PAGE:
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Glenelm students learn off the land

March 7, 2024 News Story
WSD - Wahkohtowin Day 1

Glenelm School students learned that the land is the greatest teacher.

On March 1, the Glenelm schoolyard was the site of an Indigenous land-based learning day. Dubbed Wahkohtowin Day, the event saw students playing traditional games, while also learning about different aspects of Indigenous culture.

Wahkohtowin is a Cree word that means kinship and refers to the interconnected nature of relationships, communities, and natural systems.

“Part of reconciliation is rebuilding relationships and one of the most important relationships is the one we have with the land,” said Arielle Garand, who teaches Grades 4 and 5.

“All year, Glenelm teachers have been including Indigenous perspectives in the classroom. One thing we thought was important for students to really understand on a deep and personal level is the land acknowledgement. We thought that including meaningful, authentic learning activities for students to do outside was a great building block to continue working towards truth and reconciliation.”

The land-based learning day included several different sessions, including Indigenous games, teepee teachings, and a presentation by Prairie Wildlife Rehabilitation.

Another session featured a reading of Awâsis and the World-Famous Bannock. The reading was followed with taste of homemade bannock.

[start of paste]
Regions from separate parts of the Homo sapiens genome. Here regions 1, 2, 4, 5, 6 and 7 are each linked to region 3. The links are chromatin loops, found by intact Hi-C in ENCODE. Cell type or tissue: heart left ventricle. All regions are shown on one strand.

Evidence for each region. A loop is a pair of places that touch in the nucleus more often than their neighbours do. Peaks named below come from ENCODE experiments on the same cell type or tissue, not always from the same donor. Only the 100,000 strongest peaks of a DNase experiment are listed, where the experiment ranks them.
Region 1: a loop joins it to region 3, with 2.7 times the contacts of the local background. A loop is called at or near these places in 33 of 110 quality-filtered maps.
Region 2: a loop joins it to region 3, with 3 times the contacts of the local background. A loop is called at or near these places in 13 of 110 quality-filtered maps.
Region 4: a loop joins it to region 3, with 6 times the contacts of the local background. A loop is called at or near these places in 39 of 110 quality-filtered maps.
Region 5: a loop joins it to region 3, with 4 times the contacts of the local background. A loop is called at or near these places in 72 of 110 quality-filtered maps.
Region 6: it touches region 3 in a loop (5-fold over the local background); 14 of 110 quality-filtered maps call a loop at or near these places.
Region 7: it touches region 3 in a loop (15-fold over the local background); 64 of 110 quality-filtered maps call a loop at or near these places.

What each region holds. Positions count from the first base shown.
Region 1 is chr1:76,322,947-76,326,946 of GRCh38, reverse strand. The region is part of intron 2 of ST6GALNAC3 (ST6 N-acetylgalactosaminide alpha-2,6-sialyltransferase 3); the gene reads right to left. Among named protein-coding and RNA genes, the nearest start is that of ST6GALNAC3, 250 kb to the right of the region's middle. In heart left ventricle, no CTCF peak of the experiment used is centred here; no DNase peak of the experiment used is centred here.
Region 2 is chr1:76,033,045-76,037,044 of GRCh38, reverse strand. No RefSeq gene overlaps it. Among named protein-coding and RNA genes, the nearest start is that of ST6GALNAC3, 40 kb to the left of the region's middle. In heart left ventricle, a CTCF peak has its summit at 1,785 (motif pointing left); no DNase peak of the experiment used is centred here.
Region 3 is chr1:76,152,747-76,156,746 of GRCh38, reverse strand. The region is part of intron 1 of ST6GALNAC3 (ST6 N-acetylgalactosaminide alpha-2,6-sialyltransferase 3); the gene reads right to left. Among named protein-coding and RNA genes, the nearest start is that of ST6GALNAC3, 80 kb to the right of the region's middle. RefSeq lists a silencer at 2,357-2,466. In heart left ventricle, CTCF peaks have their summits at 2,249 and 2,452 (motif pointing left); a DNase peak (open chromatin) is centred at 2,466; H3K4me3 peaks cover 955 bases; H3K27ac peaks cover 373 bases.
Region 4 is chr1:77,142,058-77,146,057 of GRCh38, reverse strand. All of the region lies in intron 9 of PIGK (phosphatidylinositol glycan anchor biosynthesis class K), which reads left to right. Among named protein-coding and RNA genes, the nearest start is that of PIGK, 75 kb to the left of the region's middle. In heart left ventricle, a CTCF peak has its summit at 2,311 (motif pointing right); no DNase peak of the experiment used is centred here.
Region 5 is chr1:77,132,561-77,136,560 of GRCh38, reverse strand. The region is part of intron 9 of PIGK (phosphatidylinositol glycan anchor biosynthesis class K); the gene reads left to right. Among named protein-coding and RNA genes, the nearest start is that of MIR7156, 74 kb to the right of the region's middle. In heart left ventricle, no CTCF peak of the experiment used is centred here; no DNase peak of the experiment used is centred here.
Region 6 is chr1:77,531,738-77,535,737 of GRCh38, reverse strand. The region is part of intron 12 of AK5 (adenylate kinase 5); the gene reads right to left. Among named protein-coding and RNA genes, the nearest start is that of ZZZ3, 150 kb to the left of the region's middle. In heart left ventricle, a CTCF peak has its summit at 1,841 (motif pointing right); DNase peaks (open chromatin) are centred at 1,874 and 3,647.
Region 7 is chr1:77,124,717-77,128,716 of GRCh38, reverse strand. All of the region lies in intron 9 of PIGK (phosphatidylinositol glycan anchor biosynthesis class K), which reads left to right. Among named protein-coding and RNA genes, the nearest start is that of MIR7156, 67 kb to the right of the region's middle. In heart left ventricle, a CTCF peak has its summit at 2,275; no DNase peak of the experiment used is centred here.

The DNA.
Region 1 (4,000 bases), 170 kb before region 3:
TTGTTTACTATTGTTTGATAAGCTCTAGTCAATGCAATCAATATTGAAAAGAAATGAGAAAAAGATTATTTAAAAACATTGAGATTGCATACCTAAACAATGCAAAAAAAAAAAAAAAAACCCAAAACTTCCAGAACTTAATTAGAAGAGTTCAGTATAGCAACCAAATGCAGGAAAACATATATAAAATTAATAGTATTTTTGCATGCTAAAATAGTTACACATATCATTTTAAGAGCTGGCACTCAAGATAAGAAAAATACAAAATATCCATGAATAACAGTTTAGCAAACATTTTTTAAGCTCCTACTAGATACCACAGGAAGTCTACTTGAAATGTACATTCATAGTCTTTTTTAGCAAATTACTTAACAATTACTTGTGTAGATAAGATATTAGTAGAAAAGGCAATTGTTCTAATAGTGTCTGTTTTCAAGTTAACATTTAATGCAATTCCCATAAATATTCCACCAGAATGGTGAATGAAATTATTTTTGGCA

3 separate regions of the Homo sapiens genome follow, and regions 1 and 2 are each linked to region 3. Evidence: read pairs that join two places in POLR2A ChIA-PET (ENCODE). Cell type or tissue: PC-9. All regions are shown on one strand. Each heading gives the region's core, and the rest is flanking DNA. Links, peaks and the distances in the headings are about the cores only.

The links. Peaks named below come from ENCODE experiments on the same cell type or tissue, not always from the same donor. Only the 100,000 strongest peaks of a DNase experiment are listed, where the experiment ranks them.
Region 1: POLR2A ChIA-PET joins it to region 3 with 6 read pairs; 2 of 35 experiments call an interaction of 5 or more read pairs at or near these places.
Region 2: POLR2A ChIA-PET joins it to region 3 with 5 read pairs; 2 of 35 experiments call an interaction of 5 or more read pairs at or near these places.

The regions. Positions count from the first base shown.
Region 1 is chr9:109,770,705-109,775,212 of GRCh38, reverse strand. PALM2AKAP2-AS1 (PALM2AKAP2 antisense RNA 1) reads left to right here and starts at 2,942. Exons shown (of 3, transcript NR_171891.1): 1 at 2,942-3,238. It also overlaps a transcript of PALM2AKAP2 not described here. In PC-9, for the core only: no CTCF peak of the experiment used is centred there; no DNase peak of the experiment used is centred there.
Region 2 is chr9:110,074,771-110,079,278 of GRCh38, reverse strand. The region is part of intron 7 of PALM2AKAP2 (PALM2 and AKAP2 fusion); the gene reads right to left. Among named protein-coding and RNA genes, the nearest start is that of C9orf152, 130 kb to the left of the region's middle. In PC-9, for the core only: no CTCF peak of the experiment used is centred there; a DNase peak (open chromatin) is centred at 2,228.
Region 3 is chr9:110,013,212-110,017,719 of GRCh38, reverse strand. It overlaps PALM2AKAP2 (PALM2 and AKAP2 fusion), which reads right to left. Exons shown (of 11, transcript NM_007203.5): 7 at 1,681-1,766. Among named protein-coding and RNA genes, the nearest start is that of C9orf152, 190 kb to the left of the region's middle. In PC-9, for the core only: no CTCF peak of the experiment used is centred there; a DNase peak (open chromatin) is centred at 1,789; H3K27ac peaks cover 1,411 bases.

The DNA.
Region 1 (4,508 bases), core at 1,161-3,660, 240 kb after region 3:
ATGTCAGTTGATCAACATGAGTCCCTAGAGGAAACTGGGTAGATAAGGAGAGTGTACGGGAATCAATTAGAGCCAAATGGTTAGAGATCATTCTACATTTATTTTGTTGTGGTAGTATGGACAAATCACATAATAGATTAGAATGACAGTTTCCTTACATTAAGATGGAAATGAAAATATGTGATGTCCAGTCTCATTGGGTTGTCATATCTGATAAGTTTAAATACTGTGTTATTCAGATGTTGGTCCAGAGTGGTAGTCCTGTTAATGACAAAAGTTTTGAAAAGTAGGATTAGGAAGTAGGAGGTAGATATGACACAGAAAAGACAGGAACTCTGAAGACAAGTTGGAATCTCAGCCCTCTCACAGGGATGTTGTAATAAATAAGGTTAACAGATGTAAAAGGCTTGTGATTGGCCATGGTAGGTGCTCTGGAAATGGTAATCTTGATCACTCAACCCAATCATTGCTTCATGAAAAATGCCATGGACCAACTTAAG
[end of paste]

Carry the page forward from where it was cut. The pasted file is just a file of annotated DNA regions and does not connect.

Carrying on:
“We also have Tall Tines Taxidermy, which is a Métis-run taxidermy service,” Garand said. “They’re here to give students a hands-on experience with touching different furs and understanding the importance of harvesting and having a good relationship with the animals around us.

“We also have a scavenger hunt with different land-based objects, with the name for each item translated in Ojibwemowin and Cree. Also, the Treaty Commission of Manitoba is inside doing lessons on how to become a water protector.”

Karina, a Grade 6 student, said Wahkohtowin Day was a great educational experience.

“We got to see some different animal hides and we learned about the teepee and what the different poles stand for. One stands for truth. Another stands for love,” Karina said.

“It’s good to learn things outside because they lived outside. The teepees were outside. They did everything based off the land.”

Alexandria, a Grade 4 student, said there’s a simple reason why learning about Indigenous culture is important.

“We live on Treaty 1 land and the people who were the first to live here were Indigenous people,” Alexandria said.

According to Garand, it’s important that educators bring learning back to the land.

“I always tell my students that they’re like plants. They need fresh air and sunshine to grow,” Garand said.

“The land is our original teacher. For students to really buy in and understand the authenticity of what we’re doing, they need to see it, feel it, and do it. Outdoor education is all those things.”

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